Differences in slopes and intercepts of the N versus P relations result in leaves having higher N on average than roots at any common P level (Fig. 3). One possible explanation for this difference involves the greater requirement for N in leaves because of the need for N-rich Rubisco in leaves. Leaves and roots differ in respiratory carbon-to-nitrogen relations, likely for this reason17, suggesting that it may also be involved in N:P differences among leaves and roots.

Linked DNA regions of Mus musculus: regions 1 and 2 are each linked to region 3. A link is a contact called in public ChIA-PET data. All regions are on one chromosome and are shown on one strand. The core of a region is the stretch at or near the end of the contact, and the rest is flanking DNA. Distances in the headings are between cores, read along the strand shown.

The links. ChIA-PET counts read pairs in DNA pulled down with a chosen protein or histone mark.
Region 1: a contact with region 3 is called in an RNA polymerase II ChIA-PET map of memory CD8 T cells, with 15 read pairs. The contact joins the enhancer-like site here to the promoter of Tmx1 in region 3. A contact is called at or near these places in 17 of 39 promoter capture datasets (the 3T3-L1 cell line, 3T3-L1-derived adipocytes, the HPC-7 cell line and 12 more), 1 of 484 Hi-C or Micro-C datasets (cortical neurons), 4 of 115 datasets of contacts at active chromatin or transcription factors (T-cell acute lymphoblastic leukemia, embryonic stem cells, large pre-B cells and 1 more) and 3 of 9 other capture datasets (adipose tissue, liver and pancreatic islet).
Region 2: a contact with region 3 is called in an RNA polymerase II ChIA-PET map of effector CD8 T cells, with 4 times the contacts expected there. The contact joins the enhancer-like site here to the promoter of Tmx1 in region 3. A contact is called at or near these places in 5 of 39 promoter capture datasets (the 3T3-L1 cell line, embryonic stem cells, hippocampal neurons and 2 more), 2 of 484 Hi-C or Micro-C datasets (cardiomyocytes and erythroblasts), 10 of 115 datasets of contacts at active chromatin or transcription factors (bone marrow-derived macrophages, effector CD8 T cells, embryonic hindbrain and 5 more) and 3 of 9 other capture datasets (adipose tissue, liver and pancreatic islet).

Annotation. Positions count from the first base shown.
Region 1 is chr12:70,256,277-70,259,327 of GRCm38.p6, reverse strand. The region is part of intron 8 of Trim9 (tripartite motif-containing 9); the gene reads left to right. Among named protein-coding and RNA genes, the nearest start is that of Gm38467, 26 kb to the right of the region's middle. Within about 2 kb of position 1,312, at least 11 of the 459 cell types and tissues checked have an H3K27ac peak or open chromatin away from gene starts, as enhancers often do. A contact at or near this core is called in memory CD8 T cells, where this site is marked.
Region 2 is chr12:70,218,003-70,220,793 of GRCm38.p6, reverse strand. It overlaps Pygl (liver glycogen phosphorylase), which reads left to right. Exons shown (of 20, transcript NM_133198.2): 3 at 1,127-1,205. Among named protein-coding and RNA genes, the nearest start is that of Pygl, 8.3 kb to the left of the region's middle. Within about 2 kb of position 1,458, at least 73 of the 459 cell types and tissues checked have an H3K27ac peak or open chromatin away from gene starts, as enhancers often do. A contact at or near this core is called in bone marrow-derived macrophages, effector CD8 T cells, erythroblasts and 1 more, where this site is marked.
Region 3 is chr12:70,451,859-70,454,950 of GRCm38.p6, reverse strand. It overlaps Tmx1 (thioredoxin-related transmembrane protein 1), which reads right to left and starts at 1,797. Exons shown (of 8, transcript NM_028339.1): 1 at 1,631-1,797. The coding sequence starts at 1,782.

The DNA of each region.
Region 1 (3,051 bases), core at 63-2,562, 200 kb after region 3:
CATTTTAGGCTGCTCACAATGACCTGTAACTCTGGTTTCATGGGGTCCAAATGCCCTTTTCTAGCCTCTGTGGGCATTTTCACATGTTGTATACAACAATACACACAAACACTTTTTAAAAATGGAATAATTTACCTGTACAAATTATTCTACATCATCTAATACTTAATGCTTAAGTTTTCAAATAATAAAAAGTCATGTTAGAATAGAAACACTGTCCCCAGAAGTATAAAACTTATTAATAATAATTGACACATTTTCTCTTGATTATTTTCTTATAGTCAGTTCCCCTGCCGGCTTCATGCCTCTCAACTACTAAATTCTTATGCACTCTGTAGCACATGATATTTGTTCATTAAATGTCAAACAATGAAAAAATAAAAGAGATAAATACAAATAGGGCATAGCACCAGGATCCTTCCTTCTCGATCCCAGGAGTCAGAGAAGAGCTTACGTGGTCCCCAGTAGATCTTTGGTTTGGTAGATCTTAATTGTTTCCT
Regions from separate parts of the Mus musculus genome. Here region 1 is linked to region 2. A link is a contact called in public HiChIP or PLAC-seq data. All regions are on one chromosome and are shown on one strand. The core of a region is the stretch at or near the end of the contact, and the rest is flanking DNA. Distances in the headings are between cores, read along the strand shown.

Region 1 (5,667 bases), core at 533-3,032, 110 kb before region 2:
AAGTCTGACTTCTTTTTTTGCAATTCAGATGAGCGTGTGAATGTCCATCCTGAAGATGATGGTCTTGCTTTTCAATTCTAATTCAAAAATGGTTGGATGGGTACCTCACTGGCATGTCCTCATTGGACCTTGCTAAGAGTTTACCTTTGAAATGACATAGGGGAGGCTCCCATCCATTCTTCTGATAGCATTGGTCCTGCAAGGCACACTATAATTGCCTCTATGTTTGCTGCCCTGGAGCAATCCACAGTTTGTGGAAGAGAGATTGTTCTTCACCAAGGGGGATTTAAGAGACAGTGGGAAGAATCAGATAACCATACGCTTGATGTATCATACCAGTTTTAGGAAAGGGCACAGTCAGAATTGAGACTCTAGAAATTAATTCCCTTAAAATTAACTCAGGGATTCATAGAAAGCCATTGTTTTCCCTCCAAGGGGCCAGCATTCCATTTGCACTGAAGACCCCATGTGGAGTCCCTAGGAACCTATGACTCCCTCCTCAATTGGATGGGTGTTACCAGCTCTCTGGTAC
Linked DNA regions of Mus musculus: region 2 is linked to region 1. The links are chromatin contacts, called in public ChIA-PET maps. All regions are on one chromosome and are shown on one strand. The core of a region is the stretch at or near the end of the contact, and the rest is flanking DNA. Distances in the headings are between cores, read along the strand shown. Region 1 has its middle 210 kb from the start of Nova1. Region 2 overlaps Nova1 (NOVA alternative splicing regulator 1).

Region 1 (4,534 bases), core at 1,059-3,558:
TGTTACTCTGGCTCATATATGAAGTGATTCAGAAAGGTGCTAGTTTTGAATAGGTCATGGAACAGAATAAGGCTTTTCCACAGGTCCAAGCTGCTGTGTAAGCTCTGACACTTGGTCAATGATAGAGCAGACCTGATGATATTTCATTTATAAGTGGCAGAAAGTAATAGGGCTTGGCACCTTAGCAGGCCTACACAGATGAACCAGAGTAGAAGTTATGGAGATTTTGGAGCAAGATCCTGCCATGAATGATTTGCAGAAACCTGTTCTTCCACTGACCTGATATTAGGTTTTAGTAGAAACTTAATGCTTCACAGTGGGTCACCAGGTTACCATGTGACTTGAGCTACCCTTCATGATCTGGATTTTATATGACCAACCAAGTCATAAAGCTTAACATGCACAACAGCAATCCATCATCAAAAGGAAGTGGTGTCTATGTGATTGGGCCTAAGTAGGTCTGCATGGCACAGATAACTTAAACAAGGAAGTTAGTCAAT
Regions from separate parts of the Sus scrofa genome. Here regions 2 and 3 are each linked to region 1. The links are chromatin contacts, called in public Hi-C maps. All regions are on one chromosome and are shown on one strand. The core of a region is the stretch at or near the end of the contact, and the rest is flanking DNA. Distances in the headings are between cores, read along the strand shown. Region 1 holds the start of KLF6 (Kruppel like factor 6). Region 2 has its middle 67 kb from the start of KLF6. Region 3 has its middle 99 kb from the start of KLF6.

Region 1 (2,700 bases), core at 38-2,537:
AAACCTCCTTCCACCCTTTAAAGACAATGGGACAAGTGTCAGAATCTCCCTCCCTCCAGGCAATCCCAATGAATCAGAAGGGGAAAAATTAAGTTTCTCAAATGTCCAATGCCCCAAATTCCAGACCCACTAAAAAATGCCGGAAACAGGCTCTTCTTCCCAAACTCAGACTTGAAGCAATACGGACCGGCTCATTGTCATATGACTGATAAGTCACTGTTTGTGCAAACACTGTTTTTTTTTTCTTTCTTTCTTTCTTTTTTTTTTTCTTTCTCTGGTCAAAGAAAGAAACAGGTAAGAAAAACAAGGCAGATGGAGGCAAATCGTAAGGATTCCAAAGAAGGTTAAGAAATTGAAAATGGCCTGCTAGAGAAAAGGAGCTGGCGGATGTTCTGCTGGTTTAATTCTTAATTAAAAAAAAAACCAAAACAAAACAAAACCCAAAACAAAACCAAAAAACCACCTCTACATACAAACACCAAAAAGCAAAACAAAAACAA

In summary, despite the variability in biomes, species and soil types, our analyses indicate the existence of global patterns in fine-root N, P and N:P ratio along latitudinal gradients, adding support to a widely held belief in ecosystem ecology that plants in tropical habitats are generally more P-limited than those at higher latitudes14. These biogeographic gradients exist likely as a result of the collective influences of complex interactions of climate, soil and biological factors that change in relation to the distance from the equator. Differences in N:P ratios were largely due to variation in root P and were associated with variation in soil P rather than soil N, supporting the hypothesis that global latitudinal patterns of plant N:P are driven largely by soil P. The decline of fine-root N:P with latitude and the allometric scaling of fine-root N versus P also provide support for the latitudinal compensation hypothesis22,23,24 and the growth rate hypothesis25,which predicts that selection for rapid-growth with short-growth seasons in high latitudes increases tissue P-content disproportionately (and thus a lower N:P). As the growth rate hypothesis25 predicts, the biota can modify the strength of the geochemical influence through plant-soil feedbacks to the N and P cycles, leading to coupling between climate, ecological process and resultant stoichiometric patterns20,34.